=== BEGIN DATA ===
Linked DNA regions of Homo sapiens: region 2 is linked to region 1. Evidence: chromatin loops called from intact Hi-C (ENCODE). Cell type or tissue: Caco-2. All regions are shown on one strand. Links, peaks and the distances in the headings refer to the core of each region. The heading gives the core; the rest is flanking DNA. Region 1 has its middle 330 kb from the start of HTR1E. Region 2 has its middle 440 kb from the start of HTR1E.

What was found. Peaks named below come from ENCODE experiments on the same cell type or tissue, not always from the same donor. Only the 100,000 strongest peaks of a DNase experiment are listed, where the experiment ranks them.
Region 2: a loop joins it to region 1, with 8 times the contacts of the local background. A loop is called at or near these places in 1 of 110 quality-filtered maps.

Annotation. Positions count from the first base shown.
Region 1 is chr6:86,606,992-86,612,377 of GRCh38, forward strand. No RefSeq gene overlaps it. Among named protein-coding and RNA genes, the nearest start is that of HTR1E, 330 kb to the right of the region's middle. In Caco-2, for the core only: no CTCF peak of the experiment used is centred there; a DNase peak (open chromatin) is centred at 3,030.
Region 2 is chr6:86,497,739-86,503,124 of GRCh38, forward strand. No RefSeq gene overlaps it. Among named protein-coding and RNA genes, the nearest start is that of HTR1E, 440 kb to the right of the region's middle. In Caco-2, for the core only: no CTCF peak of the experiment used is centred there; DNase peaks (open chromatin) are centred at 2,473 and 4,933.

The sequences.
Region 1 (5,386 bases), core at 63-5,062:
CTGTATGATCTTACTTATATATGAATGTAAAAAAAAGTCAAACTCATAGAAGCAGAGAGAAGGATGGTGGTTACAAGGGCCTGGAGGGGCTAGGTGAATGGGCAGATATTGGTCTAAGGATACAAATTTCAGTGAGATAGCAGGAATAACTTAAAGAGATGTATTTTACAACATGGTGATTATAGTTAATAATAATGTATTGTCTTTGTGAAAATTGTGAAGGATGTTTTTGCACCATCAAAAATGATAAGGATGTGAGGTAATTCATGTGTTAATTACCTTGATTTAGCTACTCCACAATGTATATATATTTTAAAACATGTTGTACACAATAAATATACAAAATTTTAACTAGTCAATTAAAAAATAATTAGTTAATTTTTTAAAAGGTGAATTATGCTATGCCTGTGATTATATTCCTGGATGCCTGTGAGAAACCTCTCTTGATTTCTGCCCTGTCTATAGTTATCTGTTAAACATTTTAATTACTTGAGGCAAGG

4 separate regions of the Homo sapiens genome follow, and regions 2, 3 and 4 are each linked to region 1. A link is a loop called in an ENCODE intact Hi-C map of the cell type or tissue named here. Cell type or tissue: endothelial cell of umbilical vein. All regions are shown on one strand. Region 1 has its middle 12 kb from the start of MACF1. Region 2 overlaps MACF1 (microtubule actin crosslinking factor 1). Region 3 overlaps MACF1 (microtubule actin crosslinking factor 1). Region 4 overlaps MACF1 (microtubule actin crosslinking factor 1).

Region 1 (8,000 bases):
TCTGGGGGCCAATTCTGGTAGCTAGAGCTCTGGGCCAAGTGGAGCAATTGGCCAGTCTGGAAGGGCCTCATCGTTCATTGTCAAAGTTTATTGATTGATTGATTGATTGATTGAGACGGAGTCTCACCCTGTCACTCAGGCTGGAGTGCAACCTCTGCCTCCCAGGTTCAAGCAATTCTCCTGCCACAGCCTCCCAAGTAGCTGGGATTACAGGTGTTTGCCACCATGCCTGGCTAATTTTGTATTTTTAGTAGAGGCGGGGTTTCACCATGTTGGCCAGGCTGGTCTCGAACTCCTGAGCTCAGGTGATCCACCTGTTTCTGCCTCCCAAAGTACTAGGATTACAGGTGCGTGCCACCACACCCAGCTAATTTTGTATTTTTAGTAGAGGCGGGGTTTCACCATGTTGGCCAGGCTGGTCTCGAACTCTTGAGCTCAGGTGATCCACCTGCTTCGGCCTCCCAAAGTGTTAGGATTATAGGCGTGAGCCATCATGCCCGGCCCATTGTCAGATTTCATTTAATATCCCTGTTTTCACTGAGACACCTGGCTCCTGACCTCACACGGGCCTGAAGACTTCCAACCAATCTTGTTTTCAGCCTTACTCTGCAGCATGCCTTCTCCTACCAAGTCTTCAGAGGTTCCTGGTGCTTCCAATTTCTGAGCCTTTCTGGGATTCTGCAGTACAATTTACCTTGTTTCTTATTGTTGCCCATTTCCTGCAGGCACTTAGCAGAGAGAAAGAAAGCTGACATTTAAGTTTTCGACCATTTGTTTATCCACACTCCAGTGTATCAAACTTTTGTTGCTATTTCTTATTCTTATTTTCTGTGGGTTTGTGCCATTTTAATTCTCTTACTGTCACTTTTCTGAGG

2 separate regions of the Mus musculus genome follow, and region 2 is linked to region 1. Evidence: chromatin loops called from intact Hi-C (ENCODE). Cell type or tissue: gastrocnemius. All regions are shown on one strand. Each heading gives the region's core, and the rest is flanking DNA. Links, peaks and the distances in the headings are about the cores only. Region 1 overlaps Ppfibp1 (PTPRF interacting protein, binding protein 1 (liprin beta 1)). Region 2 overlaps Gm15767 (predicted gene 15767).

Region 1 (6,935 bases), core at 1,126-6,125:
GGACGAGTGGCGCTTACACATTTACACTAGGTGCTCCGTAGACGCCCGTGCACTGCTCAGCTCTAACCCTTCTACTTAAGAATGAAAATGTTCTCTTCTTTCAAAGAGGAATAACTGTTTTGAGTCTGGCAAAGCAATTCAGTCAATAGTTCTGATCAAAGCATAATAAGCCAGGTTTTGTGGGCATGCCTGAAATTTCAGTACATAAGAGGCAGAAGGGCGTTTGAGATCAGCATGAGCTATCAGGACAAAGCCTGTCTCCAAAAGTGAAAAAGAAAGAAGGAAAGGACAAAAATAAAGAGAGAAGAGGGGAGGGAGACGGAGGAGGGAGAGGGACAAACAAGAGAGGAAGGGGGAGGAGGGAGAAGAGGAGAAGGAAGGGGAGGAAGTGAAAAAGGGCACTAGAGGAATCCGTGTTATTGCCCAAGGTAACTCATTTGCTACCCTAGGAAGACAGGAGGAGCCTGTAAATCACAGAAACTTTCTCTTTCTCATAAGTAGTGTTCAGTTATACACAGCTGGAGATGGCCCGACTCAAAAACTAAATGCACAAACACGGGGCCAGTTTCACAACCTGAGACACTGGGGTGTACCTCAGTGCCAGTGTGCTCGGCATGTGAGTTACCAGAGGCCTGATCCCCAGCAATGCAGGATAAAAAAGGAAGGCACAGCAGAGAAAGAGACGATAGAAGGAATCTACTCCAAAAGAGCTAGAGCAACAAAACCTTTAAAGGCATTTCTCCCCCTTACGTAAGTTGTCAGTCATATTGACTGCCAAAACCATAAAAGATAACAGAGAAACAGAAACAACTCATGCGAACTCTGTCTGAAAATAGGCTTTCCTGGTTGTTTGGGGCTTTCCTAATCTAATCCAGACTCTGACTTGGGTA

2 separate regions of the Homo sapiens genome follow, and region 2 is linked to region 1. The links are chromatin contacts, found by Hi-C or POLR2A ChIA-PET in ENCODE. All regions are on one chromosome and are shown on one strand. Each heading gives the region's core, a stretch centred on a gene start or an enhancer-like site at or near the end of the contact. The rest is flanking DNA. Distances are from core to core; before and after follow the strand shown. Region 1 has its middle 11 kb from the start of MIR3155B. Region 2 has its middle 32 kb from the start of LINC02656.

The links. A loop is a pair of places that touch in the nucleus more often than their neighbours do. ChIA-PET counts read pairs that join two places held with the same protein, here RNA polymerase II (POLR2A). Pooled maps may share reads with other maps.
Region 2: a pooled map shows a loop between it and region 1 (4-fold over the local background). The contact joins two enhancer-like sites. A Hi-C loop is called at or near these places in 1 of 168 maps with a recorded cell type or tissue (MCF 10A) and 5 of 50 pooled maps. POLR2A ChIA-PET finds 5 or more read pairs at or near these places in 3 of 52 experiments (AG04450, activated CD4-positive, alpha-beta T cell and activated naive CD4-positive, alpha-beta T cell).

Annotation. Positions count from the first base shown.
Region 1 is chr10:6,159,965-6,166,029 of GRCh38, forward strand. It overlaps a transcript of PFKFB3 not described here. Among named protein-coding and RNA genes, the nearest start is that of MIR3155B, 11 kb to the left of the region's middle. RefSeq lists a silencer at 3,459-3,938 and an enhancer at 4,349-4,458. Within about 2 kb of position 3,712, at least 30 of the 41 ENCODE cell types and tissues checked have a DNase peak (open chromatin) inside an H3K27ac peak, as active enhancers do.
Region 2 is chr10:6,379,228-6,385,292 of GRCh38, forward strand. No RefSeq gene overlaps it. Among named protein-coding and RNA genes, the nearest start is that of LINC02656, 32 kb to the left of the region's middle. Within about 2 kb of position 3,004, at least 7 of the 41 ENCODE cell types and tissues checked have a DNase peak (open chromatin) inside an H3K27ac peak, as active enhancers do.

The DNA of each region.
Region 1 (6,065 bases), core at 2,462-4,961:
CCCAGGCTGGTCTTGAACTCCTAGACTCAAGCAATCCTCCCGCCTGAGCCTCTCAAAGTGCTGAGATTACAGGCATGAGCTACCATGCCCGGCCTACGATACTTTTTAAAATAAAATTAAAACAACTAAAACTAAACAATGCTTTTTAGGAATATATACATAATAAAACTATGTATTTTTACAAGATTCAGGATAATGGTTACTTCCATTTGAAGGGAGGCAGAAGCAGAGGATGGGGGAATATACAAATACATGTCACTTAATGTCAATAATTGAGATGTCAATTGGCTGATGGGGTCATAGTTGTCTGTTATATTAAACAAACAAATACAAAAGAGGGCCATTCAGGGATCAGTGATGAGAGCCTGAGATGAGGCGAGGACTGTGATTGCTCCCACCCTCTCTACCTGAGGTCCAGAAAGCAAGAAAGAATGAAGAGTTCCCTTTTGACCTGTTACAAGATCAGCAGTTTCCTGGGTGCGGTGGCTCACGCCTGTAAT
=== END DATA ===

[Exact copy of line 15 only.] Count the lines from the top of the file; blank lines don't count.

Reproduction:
GGACGAGTGGCGCTTACACATTTACACTAGGTGCTCCGTAGACGCCCGTGCACTGCTCAGCTCTAACCCTTCTACTTAAGAATGAAAATGTTCTCTTCTTTCAAAGAGGAATAACTGTTTTGAGTCTGGCAAAGCAATTCAGTCAATAGTTCTGATCAAAGCATAATAAGCCAGGTTTTGTGGGCATGCCTGAAATTTCAGTACATAAGAGGCAGAAGGGCGTTTGAGATCAGCATGAGCTATCAGGACAAAGCCTGTCTCCAAAAGTGAAAAAGAAAGAAGGAAAGGACAAAAATAAAGAGAGAAGAGGGGAGGGAGACGGAGGAGGGAGAGGGACAAACAAGAGAGGAAGGGGGAGGAGGGAGAAGAGGAGAAGGAAGGGGAGGAAGTGAAAAAGGGCACTAGAGGAATCCGTGTTATTGCCCAAGGTAACTCATTTGCTACCCTAGGAAGACAGGAGGAGCCTGTAAATCACAGAAACTTTCTCTTTCTCATAAGTAGTGTTCAGTTATACACAGCTGGAGATGGCCCGACTCAAAAACTAAATGCACAAACACGGGGCCAGTTTCACAACCTGAGACACTGGGGTGTACCTCAGTGCCAGTGTGCTCGGCATGTGAGTTACCAGAGGCCTGATCCCCAGCAATGCAGGATAAAAAAGGAAGGCACAGCAGAGAAAGAGACGATAGAAGGAATCTACTCCAAAAGAGCTAGAGCAACAAAACCTTTAAAGGCATTTCTCCCCCTTACGTAAGTTGTCAGTCATATTGACTGCCAAAACCATAAAAGATAACAGAGAAACAGAAACAACTCATGCGAACTCTGTCTGAAAATAGGCTTTCCTGGTTGTTTGGGGCTTTCCTAATCTAATCCAGACTCTGACTTGGGTA